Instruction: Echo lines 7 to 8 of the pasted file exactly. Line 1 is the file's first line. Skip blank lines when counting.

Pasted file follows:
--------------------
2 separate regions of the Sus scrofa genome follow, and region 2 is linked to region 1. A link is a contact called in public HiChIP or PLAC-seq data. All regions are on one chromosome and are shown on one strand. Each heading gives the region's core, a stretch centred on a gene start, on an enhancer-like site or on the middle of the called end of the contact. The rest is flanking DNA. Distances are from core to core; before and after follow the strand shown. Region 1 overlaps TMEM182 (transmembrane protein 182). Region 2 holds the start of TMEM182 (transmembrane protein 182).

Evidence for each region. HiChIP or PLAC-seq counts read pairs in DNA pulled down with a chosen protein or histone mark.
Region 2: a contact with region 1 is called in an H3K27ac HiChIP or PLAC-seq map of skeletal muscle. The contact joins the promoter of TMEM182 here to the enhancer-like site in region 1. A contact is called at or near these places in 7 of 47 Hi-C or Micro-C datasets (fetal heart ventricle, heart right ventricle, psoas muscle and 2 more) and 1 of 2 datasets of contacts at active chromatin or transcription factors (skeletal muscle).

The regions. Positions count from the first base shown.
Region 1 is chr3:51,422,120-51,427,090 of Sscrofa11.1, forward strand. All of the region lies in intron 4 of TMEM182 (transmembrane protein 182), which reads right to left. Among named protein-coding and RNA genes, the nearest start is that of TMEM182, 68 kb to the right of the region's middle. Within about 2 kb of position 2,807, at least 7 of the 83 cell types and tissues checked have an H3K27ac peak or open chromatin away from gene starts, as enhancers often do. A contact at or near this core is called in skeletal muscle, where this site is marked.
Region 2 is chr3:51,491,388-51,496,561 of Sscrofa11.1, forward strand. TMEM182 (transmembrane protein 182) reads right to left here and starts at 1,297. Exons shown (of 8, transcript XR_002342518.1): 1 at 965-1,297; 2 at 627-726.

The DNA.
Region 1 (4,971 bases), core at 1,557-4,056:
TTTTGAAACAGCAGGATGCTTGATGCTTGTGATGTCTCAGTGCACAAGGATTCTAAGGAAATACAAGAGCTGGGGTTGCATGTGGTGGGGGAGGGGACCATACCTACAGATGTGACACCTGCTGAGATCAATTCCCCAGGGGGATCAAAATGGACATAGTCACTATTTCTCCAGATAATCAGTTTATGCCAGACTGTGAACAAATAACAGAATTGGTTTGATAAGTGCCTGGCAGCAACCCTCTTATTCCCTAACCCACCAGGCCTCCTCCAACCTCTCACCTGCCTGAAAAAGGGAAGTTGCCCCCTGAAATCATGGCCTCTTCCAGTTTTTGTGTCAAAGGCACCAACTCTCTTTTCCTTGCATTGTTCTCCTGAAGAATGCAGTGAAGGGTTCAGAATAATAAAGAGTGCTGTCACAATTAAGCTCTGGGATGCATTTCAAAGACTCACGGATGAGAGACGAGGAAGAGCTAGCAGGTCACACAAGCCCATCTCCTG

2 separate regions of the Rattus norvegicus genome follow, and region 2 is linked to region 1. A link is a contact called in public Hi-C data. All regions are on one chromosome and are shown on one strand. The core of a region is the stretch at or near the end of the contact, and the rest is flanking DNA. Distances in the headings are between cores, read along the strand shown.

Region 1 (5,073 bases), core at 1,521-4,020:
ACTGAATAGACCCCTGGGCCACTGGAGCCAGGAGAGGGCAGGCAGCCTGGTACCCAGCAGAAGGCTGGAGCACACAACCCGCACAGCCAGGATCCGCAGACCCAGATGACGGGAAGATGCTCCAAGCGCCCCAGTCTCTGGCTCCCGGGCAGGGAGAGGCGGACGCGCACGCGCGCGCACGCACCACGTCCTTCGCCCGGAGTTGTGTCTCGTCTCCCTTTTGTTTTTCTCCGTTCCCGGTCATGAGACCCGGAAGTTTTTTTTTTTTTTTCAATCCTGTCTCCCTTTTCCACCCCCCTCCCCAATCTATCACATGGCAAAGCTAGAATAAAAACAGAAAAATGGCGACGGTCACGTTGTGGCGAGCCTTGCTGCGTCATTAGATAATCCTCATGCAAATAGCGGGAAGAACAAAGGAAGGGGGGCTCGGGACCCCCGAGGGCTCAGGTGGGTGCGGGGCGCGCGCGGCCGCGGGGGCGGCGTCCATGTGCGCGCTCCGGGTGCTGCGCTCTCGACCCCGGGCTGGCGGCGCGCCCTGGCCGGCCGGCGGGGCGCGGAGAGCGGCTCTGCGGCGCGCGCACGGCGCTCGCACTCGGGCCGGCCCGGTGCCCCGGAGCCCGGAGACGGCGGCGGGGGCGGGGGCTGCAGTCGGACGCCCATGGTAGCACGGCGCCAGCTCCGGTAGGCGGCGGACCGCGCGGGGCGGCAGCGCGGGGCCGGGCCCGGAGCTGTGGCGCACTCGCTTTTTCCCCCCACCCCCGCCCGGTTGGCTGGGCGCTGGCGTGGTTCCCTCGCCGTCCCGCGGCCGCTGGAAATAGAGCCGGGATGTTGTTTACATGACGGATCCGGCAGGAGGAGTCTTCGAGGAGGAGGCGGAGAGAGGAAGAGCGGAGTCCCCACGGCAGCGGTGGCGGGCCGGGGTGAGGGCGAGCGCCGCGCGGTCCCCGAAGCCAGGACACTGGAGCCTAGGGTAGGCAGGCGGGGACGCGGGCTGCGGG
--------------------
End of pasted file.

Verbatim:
The DNA.
Region 1 (4,971 bases), core at 1,557-4,056: